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More influential than Hitchcock!,
This review is from: The Complete Fritz Lang Mabuse Box Set [DVD]  (DVD)
For anyone interested in the history of film, this set is essential. Since silent days, Lang created the template for science fiction (Metropolis), spies (Spione), serial killers (M), film noir (You Only Live Once) and even renegade cops out for revenge (The Big Heat). To this day, filmakers still use the same character types, styles, motifs and plot devices devised by Lang all those years ago.
With Dr. Mabuse, he basically created the quintessential supervillain of 20th century fiction. Blofeld, The Joker, Darth Vader, Sauron, Dr. Doom, Hannibal Lecter any number of fictional dictators and gangsters - you name them, they probably owe a huge debt to Lang and his all-powerful Doctor. Not least in their uses of technology, political manipulation and 'magic' (hypnosis, 'mind tricks' etc.) for diabolical ends. I defy anyone to watch these films and not detect wholesale plot and character borrowings in The (overrated) Dark Knight (which also stole elements of Lang's 'M'), and James Bond seems to have built a whole franchise from them (especially the weakest of the three, 'Thousand Eyes').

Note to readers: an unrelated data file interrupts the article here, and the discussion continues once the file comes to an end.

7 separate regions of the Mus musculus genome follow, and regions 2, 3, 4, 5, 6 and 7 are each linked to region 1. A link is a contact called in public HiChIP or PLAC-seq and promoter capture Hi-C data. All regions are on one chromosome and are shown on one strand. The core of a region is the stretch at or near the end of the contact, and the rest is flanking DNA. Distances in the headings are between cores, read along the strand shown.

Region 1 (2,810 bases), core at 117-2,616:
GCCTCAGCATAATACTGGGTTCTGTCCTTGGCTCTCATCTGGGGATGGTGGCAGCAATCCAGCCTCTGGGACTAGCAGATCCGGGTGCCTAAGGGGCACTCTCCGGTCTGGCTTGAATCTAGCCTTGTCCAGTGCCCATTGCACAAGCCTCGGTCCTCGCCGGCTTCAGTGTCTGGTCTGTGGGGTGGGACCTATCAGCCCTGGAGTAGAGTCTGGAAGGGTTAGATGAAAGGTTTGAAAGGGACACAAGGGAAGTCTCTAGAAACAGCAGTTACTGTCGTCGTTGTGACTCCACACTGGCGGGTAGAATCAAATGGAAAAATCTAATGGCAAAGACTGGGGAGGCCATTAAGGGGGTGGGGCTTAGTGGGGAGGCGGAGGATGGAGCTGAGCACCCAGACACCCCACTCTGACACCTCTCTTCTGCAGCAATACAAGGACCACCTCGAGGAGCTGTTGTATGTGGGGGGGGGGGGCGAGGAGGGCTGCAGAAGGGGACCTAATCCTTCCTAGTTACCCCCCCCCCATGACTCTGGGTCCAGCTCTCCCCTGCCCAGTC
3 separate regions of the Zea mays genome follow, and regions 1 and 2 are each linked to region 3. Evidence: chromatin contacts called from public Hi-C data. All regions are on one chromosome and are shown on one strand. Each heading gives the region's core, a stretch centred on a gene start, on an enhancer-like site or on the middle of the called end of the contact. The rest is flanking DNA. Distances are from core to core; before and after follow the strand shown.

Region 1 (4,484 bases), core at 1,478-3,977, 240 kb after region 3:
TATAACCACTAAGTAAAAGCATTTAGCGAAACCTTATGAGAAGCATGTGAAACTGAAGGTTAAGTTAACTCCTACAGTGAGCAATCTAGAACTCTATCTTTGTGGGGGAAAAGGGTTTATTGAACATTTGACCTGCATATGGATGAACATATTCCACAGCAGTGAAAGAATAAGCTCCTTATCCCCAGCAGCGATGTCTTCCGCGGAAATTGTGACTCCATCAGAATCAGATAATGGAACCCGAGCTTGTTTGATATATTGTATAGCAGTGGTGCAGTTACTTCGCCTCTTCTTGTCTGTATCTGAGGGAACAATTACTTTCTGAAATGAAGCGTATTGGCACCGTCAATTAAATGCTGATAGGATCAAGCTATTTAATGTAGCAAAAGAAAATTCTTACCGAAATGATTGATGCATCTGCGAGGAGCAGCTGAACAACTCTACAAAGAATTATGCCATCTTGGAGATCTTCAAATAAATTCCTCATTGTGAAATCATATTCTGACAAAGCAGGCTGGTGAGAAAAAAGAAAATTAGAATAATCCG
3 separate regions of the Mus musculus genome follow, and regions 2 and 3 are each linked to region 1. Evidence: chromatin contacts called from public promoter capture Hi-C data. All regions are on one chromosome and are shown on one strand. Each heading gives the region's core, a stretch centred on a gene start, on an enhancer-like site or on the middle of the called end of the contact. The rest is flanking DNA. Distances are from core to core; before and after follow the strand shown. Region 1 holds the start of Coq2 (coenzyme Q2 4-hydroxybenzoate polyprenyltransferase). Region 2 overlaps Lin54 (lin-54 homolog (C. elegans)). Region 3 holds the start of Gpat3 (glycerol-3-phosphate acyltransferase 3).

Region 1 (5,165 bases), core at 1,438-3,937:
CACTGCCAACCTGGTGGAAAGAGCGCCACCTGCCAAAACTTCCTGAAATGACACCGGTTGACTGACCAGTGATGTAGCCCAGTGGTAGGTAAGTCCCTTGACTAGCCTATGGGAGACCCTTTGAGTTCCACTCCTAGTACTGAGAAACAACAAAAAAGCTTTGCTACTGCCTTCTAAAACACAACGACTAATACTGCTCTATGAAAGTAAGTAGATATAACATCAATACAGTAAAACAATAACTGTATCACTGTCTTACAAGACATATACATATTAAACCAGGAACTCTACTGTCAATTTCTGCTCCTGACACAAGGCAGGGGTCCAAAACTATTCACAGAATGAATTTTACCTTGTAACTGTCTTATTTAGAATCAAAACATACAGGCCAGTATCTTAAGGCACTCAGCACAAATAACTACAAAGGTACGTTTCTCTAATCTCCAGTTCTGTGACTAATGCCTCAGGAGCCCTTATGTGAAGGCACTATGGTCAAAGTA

More influential than Hitchcock? Well, Lang's influence in so many genres means that his methods haven't dated as much as the master of suspense. The stylistic gimmicks and cod-Freudianism that mar many a Hitchcock thriller are largely absent here. Lang was politically savvy enough to know that character is as much a product of the landscape (political, architectural, technological) as personal relationships. Lang's stylistic innovations are now so commonplace that they don't appear as kitsch as Hitch. In foregrounding the external factors at play, he arguably had a better grasp of the paranoia, surrealism and political horrors of the twentieth century than most of his Hollywood peers. All three deal with the key terrors of German political life - 'The Gambler' with the chaos of Weimar, 'The Testament' with the imminent mob manipulations and mega-crimes of Nazism, and 'Thousand Eyes' with cold war paranoia. Even if you tend to switch off at the pacing and acting of silent/early talkie films, you may be surprised at how modern these films seem today.